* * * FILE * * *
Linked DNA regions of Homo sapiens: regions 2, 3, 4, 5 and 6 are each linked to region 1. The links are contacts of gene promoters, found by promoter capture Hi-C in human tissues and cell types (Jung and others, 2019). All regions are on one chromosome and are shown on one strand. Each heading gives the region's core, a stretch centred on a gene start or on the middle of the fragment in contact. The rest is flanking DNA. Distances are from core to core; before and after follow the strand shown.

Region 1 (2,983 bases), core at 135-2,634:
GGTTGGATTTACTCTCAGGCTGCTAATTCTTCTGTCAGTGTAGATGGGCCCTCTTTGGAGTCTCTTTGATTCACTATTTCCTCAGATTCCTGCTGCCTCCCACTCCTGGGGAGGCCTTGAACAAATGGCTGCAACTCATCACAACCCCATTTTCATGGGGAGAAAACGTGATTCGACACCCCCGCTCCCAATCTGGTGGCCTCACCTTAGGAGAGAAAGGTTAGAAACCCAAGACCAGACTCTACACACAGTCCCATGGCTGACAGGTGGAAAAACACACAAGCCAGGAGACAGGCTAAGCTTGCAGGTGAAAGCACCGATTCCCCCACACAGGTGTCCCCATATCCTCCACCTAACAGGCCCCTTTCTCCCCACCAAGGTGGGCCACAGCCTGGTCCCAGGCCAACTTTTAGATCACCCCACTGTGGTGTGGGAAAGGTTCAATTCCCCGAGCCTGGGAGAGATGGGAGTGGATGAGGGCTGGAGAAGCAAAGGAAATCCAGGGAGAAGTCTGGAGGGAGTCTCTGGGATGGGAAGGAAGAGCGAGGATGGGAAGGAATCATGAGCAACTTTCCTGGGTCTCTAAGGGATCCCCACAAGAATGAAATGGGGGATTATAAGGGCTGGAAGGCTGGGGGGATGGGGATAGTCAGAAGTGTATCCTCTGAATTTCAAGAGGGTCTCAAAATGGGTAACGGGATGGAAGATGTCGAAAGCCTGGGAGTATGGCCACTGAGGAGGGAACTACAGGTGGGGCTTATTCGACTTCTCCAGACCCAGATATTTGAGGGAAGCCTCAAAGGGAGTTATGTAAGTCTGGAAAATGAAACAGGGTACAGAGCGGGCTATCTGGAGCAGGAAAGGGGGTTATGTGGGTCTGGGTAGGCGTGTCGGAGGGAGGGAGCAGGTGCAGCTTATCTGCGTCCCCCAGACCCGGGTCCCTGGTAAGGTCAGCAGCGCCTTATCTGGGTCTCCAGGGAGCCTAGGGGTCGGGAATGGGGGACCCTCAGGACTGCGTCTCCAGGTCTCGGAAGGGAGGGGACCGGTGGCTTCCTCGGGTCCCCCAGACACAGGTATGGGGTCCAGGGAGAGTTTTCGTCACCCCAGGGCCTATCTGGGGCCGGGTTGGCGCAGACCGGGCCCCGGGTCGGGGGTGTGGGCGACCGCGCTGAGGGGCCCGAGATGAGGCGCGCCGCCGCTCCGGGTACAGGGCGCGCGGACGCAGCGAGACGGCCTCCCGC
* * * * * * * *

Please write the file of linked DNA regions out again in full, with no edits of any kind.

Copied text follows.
Linked DNA regions of Homo sapiens: regions 2, 3, 4, 5 and 6 are each linked to region 1. The links are contacts of gene promoters, found by promoter capture Hi-C in human tissues and cell types (Jung and others, 2019). All regions are on one chromosome and are shown on one strand. Each heading gives the region's core, a stretch centred on a gene start or on the middle of the fragment in contact. The rest is flanking DNA. Distances are from core to core; before and after follow the strand shown.

Region 1 (2,983 bases), core at 135-2,634:
GGTTGGATTTACTCTCAGGCTGCTAATTCTTCTGTCAGTGTAGATGGGCCCTCTTTGGAGTCTCTTTGATTCACTATTTCCTCAGATTCCTGCTGCCTCCCACTCCTGGGGAGGCCTTGAACAAATGGCTGCAACTCATCACAACCCCATTTTCATGGGGAGAAAACGTGATTCGACACCCCCGCTCCCAATCTGGTGGCCTCACCTTAGGAGAGAAAGGTTAGAAACCCAAGACCAGACTCTACACACAGTCCCATGGCTGACAGGTGGAAAAACACACAAGCCAGGAGACAGGCTAAGCTTGCAGGTGAAAGCACCGATTCCCCCACACAGGTGTCCCCATATCCTCCACCTAACAGGCCCCTTTCTCCCCACCAAGGTGGGCCACAGCCTGGTCCCAGGCCAACTTTTAGATCACCCCACTGTGGTGTGGGAAAGGTTCAATTCCCCGAGCCTGGGAGAGATGGGAGTGGATGAGGGCTGGAGAAGCAAAGGAAATCCAGGGAGAAGTCTGGAGGGAGTCTCTGGGATGGGAAGGAAGAGCGAGGATGGGAAGGAATCATGAGCAACTTTCCTGGGTCTCTAAGGGATCCCCACAAGAATGAAATGGGGGATTATAAGGGCTGGAAGGCTGGGGGGATGGGGATAGTCAGAAGTGTATCCTCTGAATTTCAAGAGGGTCTCAAAATGGGTAACGGGATGGAAGATGTCGAAAGCCTGGGAGTATGGCCACTGAGGAGGGAACTACAGGTGGGGCTTATTCGACTTCTCCAGACCCAGATATTTGAGGGAAGCCTCAAAGGGAGTTATGTAAGTCTGGAAAATGAAACAGGGTACAGAGCGGGCTATCTGGAGCAGGAAAGGGGGTTATGTGGGTCTGGGTAGGCGTGTCGGAGGGAGGGAGCAGGTGCAGCTTATCTGCGTCCCCCAGACCCGGGTCCCTGGTAAGGTCAGCAGCGCCTTATCTGGGTCTCCAGGGAGCCTAGGGGTCGGGAATGGGGGACCCTCAGGACTGCGTCTCCAGGTCTCGGAAGGGAGGGGACCGGTGGCTTCCTCGGGTCCCCCAGACACAGGTATGGGGTCCAGGGAGAGTTTTCGTCACCCCAGGGCCTATCTGGGGCCGGGTTGGCGCAGACCGGGCCCCGGGTCGGGGGTGTGGGCGACCGCGCTGAGGGGCCCGAGATGAGGCGCGCCGCCGCTCCGGGTACAGGGCGCGCGGACGCAGCGAGACGGCCTCCCGC